The La Fonda was unique, being situated at the very end of the famed Santa Fe Trail and also immediately adjacent to the Santa Fe plaza. The site had been operated as an inn for many decades under various names and ownership. At one point in the early 1900’s it had been destroyed by fire and then rebuilt by local investors. The hotel’s expansion and promotion however took off when the railroad bought the hotel in 1925.
At that time rooms were added and the Fred Harvey Company applied it’s expertise of quality hospitality. Nobody did more than Fred Harvey to standardize the quality of westward travel. Harvey’s expertise had it’s roots when he traveled extensively as a railroad freight agent and had the experience of sampling the less than terrific dining fare along the rail lines. He saw a great need for better quality and filled it. His association with the AT&SF gave him the resources to make his ideas a reality. He put his ideas to work all along the railroad’s line and eventually far beyond with his many Harvey House Hotels.
The Santa Fe Railroad, AT&SF, can rightfully be credited with making Santa Fe the tourist mecca that it is today. It was the railroad’s access to the town which spurred the arrival of artists. Many credit the railroad for the initial building of Santa Fe’s art community.
Brochures and news articles were disseminated by the AT&SF advertising department to great effect. This was powerful advertising for Santa Fe and it worked. The railroad drew on the areas natural attributes of a multicultural society. Native American, Spanish and Mexican cultures all combined to promote Santa Fe as “The City Different“.
The railroad and Fred Harvey also operated “Indian detour” as a motorcar tour of both Santa Fe and the surrounding pueblos. The “Indian detour” guides were selectively chosen and were quite knowledgeable. Evening lectures by “Indian detour” guides at the La Fonda were customary. Many of Santa Fe’s early tourists had only read about the region through eastern newspaper accounts and now the AT & SF Railroad and Fred Harvey offered a comfortable and highly interesting way to travel there and see the sights first hand. The railroad tapped into the curiosity of easterners.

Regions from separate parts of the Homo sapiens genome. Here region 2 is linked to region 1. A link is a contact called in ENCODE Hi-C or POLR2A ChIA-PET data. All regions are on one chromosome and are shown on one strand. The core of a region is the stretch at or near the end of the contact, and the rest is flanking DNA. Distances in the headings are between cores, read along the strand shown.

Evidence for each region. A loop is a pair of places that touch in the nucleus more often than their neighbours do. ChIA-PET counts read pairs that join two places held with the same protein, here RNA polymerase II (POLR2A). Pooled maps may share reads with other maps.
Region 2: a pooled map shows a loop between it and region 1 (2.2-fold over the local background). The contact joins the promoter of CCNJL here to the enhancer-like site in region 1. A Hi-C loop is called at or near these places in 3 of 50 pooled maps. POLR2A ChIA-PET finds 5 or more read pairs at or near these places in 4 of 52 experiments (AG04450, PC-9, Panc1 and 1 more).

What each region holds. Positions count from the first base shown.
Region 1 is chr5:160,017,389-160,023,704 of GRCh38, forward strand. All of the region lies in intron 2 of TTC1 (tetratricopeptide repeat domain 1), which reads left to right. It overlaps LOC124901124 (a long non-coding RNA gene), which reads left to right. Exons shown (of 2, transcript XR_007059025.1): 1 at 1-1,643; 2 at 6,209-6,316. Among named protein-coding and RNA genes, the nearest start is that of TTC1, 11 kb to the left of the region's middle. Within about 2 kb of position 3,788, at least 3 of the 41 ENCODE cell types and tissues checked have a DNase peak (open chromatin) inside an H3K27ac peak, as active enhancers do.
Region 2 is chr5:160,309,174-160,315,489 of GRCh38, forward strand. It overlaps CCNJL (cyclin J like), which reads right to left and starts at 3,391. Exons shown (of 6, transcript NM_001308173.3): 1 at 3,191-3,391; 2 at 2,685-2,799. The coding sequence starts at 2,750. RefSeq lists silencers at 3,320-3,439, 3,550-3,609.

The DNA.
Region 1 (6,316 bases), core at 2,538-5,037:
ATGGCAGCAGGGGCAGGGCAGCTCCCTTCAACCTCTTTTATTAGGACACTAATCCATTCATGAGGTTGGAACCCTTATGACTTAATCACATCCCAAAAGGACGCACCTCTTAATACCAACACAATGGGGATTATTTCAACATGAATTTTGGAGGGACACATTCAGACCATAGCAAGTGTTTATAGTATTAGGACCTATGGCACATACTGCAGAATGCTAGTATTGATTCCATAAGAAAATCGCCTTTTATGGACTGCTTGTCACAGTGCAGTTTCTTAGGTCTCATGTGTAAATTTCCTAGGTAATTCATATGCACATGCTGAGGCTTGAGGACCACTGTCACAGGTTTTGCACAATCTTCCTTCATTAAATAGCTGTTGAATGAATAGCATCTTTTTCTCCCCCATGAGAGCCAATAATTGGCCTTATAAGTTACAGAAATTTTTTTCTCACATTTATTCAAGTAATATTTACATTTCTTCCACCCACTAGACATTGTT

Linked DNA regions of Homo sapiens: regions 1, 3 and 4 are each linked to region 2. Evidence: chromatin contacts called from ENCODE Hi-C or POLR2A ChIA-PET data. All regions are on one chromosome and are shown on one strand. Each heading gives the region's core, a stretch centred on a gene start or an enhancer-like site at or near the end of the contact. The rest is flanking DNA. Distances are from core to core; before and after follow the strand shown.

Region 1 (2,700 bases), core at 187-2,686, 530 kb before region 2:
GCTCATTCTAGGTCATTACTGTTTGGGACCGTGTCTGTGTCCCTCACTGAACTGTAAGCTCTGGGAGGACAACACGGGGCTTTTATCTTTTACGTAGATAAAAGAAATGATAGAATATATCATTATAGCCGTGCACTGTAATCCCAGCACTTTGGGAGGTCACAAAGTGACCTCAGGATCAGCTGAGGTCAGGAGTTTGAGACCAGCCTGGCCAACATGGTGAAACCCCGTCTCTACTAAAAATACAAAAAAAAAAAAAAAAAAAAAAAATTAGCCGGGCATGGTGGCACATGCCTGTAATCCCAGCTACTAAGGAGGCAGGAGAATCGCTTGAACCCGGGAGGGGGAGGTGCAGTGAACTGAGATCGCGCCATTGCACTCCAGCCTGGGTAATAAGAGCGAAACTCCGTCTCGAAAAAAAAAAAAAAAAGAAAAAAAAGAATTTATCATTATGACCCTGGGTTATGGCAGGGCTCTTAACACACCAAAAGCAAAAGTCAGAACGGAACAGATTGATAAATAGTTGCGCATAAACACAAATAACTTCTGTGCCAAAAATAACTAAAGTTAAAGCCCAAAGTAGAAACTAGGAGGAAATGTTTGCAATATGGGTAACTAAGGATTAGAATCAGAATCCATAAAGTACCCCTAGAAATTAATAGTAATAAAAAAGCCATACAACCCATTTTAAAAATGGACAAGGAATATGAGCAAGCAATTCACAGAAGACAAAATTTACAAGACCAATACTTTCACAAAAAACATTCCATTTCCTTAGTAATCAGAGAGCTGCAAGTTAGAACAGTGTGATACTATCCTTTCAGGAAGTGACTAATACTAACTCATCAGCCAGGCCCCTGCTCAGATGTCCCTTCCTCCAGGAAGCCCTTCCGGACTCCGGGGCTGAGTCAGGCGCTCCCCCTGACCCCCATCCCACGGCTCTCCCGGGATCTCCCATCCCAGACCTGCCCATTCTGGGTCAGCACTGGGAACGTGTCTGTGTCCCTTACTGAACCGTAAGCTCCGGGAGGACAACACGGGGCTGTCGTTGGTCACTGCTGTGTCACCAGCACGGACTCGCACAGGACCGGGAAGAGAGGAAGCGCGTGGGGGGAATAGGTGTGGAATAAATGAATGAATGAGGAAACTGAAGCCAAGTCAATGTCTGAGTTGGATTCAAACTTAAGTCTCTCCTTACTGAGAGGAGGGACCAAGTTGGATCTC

Four additional articles we’ve published that you’ll find interesting include.
Fiesta Santa Fe
The railroad didn’t stop with the “Indian detour” motorcar tours. They also became involved in promoting cultural events themselves. One of these, and arguably the largest, was the “Fiesta“.
The Fiesta was first held in 1712 and was meant to commemorate the 1692 peaceful resettlement of the area by the Spaniard De Vargas. The year 1692 was when De Vargas led his Spaniards back to Santa Fe twelve years after the 1680 Pueblo Revolt.
After 1712 the Fiesta was held only every so often and eventually disappeared all together. Fast forward and the Fiesta was revived in 1919 by the efforts of Edgar L. Hewett, the Director of the Museum of New Mexico. The power of AT&SF marketing promoted the revival of Fiesta to the traveling public and the event remains today Santa Fe’s most popular.
Out of the three cultural segments making up Santa Fe, the railroad placed major emphasis on the Native American aspect. The southwest’s and particularly Santa Fe’s pueblo residing Native American’s were the main subject matter of AT&SF advertising. Native American’s sold their unique artistic jewelry in the lobby of the railroad’s La Fonda Hotel. The railroad turned pueblo Indian artistry into a profitable commercial venture.
It was said that prior to the railroad bringing in willing buyers, many Indians lacked the necessary tools to create their crafts. The sales to the AT&SF transported tourists helped the Indians buy the tools they needed to produce more authentic pieces. The market for authentic Native American crafts is still very evident today when you see genuine Native American items being sold in many stores on the plaza and daily in front of the Palace of the Governors on the north side of the plaza.
The Lasting Effect of the AT&SF
Santa Fe through all the years has sustained it’s position as a highly popular tourist destination in large part from the early promotion efforts of the AT&SF Railroad. The railroad laid down a lasting foundation.
Many of the descriptions of Santa Fe in early railroad advertising brochures made it into books authored by Zane Grey and Charles Lummis, two well known writers of the American southwest. Santa Fe’s historical authenticity continues to draw tourists by the thousands. While people today travel to Santa Fe by automobile, airplane and certainly still by rail (Amtrak’s Southwest Chief), the modern perception of Santa Fe can be traced directly back to the AT&SF Railroad’s promotional campaigns of the early 1900’s.
(Photos from author’s private collection)